Looking at Dad’s Past Work

Looking back, I can’t say that my Dad is the reason that I began working with wood but I can say that he introduced me to the craft.  He used to build all kinds of things for our home growing up, from wall decorations, to benches and blanket chests.

He had a fully equipped shop in the basement of my childhood home.  I can remember going into our basement and drilling holes in pieces of pine he had laying around.  I wasn’t doing anything productive, just drilling holes but it was a blast.  I can remember his radial arm saw, a very popular saw in those days, of course his drill press and he also had a lathe.  I seem to remember another tool down there but I can’t remember specifically what it was, just this looming shadow in the corner of my memory.  Maybe a table saw?  Most of the time I spent down there was sweeping up the sawdust he made.  He definitely didn’t have a dust collection system.  I’m pretty sure that I’m still waiting to be paid for completing that job.

Most of the lumber he used came from the local hardware store.  It was mostly 3/4″ pine and from the photos below you’ll see that it has held up pretty well.  I can remember Dad working the basement, building this wares to sell at local craft shows.  I can’t remember how well he did at the shows but he always seemed to be making more so I assume he must have sold things here and there.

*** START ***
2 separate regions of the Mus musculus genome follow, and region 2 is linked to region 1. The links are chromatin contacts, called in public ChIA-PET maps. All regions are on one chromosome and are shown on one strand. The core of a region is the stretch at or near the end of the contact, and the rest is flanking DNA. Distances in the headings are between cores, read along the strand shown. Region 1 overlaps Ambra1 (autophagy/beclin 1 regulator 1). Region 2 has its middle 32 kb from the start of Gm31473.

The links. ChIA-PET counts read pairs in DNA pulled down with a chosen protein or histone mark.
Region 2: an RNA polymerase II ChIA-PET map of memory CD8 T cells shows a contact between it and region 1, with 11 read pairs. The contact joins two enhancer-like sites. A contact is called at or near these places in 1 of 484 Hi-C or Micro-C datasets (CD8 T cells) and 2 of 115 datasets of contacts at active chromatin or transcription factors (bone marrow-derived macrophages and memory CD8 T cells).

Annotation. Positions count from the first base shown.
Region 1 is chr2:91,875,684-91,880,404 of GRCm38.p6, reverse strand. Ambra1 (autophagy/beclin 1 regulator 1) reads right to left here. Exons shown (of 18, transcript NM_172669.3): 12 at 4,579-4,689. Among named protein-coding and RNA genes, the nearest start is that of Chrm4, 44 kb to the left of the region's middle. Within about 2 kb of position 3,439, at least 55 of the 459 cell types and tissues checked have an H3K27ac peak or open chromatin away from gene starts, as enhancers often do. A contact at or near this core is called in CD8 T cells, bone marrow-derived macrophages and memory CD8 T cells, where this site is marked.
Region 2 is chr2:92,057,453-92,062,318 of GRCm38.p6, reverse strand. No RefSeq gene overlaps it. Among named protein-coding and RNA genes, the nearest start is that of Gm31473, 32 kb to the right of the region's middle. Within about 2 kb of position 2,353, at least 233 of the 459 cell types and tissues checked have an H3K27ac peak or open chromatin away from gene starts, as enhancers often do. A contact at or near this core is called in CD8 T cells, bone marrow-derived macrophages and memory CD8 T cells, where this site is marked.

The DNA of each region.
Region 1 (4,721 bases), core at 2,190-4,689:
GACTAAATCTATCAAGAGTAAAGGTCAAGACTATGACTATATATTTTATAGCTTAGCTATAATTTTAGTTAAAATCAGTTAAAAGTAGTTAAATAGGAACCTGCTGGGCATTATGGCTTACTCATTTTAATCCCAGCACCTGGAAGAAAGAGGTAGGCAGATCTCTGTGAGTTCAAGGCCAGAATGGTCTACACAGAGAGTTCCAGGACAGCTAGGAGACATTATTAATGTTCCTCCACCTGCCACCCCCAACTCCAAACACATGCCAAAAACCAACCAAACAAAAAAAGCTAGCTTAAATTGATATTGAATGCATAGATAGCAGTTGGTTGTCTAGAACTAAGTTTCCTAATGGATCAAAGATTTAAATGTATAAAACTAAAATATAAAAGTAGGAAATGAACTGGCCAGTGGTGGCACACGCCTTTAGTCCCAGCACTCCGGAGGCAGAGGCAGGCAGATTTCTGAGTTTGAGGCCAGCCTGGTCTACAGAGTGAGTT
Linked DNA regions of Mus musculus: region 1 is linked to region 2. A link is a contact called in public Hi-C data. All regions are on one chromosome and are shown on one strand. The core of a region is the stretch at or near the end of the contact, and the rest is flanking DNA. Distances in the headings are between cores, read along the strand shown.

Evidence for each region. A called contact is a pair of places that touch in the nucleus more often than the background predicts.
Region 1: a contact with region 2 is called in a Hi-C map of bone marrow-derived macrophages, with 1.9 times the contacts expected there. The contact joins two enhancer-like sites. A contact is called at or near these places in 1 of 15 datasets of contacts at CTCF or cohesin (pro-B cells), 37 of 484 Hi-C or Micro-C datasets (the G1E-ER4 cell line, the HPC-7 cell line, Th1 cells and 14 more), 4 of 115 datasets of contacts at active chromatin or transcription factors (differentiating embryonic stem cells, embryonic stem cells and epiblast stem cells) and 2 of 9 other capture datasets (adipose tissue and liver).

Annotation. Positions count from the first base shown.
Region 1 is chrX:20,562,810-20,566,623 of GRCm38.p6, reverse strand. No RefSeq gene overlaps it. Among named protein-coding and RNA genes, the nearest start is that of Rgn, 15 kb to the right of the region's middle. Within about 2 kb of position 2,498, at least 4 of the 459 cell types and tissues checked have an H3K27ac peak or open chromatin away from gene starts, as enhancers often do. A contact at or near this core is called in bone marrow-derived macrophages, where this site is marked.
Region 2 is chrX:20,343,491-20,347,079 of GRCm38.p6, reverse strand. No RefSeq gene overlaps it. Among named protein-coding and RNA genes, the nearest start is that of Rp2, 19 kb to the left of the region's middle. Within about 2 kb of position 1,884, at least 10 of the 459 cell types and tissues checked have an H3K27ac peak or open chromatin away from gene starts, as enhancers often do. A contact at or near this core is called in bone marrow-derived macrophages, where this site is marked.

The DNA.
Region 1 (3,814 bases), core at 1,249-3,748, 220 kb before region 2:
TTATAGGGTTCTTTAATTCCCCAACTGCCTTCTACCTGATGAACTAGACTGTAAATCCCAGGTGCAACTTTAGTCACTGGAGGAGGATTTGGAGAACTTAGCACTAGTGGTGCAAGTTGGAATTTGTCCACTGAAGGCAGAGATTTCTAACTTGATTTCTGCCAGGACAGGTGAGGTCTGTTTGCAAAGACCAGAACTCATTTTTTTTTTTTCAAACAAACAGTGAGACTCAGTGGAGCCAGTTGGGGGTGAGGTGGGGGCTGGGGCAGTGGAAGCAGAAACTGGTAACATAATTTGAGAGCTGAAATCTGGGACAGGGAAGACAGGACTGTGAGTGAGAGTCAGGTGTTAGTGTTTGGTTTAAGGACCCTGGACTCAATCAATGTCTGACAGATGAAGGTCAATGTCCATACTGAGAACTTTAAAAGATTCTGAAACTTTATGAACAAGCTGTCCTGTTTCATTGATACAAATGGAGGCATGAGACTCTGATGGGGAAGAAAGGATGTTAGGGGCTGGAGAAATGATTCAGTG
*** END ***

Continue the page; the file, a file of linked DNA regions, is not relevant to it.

This first piece is a blanket chest that he built.  You can see how over time the top has cupped a bit.  This must have been a piece he didn’t feel was up to standard for selling because you can see how the paint bled beyond the lines of the stencil on the top.  The construction is mostly screws, and I assume glue but you can also see how the front and back of the chest have been let into the sides.

The next piece is a garbage can he built.  I remember this sitting underneath our wall-mounted, corded phone in our kitchen.  Again, it is made from 3/4″ pine with a slanted lift type lid.  It features brass hinges and buttons to cover the screw holes, as well as a heart decoration on the lid.  I like how he used wood filler to help stabilize the knot on the front of it.

The final piece is a bench he built.  I can remember this sitting in my parent’s bedroom as a child.  Again, 3/4″ pine lumber and simple screw and glue joinery with the exception of the dado he used to attach the seat to the sides.

There are lots of other prices he built here and there. I’ve spotted a footstool and a quilt rack. All of these pieces are at least 20 years old at this point. So, again while my father didn’t get me into woodworking he definitely introduced me to it and it’s nice to look back at some of the pieces he built in the basement shop.

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